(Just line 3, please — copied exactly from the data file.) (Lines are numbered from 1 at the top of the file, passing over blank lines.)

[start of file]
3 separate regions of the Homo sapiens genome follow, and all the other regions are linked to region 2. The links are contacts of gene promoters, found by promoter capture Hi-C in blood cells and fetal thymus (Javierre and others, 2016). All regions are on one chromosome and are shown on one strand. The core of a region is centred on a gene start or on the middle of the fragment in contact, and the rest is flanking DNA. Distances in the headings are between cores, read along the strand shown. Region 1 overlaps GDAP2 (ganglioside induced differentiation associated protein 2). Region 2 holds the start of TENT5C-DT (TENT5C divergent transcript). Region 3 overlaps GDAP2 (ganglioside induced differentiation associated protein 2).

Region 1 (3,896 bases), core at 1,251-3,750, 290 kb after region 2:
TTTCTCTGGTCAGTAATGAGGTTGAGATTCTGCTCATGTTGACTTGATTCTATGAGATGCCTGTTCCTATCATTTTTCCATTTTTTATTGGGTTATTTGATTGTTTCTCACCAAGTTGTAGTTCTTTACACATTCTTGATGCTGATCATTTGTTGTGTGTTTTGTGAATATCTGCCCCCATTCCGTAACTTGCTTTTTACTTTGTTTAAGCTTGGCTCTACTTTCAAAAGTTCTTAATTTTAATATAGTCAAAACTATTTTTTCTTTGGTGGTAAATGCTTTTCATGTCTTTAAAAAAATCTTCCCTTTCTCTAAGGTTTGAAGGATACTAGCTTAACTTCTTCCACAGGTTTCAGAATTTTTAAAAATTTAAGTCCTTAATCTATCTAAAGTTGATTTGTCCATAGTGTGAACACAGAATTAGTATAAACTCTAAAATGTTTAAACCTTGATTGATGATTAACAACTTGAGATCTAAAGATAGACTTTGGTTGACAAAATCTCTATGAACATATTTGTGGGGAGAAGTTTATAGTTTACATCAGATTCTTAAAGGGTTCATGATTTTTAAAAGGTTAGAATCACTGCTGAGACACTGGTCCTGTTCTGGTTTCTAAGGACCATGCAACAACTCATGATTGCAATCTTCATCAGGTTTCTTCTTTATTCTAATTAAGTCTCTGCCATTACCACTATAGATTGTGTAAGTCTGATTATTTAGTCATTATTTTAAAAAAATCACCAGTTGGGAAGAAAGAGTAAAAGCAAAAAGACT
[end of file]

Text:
TTTCTCTGGTCAGTAATGAGGTTGAGATTCTGCTCATGTTGACTTGATTCTATGAGATGCCTGTTCCTATCATTTTTCCATTTTTTATTGGGTTATTTGATTGTTTCTCACCAAGTTGTAGTTCTTTACACATTCTTGATGCTGATCATTTGTTGTGTGTTTTGTGAATATCTGCCCCCATTCCGTAACTTGCTTTTTACTTTGTTTAAGCTTGGCTCTACTTTCAAAAGTTCTTAATTTTAATATAGTCAAAACTATTTTTTCTTTGGTGGTAAATGCTTTTCATGTCTTTAAAAAAATCTTCCCTTTCTCTAAGGTTTGAAGGATACTAGCTTAACTTCTTCCACAGGTTTCAGAATTTTTAAAAATTTAAGTCCTTAATCTATCTAAAGTTGATTTGTCCATAGTGTGAACACAGAATTAGTATAAACTCTAAAATGTTTAAACCTTGATTGATGATTAACAACTTGAGATCTAAAGATAGACTTTGGTTGACAAAATCTCTATGAACATATTTGTGGGGAGAAGTTTATAGTTTACATCAGATTCTTAAAGGGTTCATGATTTTTAAAAGGTTAGAATCACTGCTGAGACACTGGTCCTGTTCTGGTTTCTAAGGACCATGCAACAACTCATGATTGCAATCTTCATCAGGTTTCTTCTTTATTCTAATTAAGTCTCTGCCATTACCACTATAGATTGTGTAAGTCTGATTATTTAGTCATTATTTTAAAAAAATCACCAGTTGGGAAGAAAGAGTAAAAGCAAAAAGACT